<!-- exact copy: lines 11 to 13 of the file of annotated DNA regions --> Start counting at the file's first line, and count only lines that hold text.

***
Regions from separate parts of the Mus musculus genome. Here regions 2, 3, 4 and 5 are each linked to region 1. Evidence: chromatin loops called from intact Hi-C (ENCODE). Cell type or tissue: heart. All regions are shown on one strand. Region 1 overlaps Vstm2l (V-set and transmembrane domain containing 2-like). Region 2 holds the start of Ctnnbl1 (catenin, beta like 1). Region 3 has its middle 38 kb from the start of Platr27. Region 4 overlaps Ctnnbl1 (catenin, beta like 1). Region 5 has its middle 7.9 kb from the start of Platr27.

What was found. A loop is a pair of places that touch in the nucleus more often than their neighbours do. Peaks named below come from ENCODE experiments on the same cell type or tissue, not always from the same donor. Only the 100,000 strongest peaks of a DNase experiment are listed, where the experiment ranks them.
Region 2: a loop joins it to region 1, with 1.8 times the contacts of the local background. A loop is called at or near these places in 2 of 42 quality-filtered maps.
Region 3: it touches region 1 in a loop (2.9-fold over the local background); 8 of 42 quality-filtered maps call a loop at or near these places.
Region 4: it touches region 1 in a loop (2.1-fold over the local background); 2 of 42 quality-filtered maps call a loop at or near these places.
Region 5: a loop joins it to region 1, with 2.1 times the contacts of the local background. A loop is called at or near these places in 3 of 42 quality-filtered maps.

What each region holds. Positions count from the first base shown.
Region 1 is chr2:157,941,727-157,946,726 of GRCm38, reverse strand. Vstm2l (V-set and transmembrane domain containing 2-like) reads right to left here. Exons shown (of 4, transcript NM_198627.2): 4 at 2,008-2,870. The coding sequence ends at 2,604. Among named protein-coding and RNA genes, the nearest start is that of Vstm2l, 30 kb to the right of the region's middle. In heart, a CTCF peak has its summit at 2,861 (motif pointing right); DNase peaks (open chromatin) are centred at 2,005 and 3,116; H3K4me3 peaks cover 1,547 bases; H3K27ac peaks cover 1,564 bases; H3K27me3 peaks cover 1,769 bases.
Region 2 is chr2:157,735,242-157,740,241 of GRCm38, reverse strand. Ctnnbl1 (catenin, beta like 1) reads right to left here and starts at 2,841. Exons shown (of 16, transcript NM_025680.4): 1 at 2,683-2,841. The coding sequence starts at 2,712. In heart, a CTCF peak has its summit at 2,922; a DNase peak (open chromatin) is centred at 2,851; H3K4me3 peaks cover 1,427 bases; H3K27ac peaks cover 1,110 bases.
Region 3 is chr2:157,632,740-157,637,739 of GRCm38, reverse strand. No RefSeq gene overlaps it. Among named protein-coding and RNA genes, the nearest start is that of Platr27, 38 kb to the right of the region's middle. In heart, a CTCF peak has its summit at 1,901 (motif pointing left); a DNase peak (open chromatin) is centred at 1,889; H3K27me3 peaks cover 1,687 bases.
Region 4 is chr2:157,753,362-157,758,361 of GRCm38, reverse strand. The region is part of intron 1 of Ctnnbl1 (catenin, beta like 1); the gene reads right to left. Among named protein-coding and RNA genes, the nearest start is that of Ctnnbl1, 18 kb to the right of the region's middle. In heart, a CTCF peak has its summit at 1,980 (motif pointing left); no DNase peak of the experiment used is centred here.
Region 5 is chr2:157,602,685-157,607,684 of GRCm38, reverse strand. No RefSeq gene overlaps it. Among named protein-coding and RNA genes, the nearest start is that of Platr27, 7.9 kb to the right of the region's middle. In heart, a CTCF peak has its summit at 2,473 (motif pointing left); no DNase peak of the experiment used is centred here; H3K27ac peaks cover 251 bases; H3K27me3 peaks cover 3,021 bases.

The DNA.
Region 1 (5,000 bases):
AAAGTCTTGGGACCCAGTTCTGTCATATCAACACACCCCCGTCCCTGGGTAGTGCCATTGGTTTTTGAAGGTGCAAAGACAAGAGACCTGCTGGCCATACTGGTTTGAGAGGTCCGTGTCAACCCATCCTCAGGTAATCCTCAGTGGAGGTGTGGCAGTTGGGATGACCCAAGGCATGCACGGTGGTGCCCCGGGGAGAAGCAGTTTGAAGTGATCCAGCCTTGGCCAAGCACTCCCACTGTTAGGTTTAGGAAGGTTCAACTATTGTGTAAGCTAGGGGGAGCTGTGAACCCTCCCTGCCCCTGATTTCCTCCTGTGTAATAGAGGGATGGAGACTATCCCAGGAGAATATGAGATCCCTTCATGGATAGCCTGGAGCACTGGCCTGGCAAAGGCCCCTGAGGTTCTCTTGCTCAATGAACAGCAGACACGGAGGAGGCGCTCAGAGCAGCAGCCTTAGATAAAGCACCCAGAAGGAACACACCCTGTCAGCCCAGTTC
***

Region 4 is chr2:157,753,362-157,758,361 of GRCm38, reverse strand. The region is part of intron 1 of Ctnnbl1 (catenin, beta like 1); the gene reads right to left. Among named protein-coding and RNA genes, the nearest start is that of Ctnnbl1, 18 kb to the right of the region's middle. In heart, a CTCF peak has its summit at 1,980 (motif pointing left); no DNase peak of the experiment used is centred here.
Region 5 is chr2:157,602,685-157,607,684 of GRCm38, reverse strand. No RefSeq gene overlaps it. Among named protein-coding and RNA genes, the nearest start is that of Platr27, 7.9 kb to the right of the region's middle. In heart, a CTCF peak has its summit at 2,473 (motif pointing left); no DNase peak of the experiment used is centred here; H3K27ac peaks cover 251 bases; H3K27me3 peaks cover 3,021 bases.

The DNA.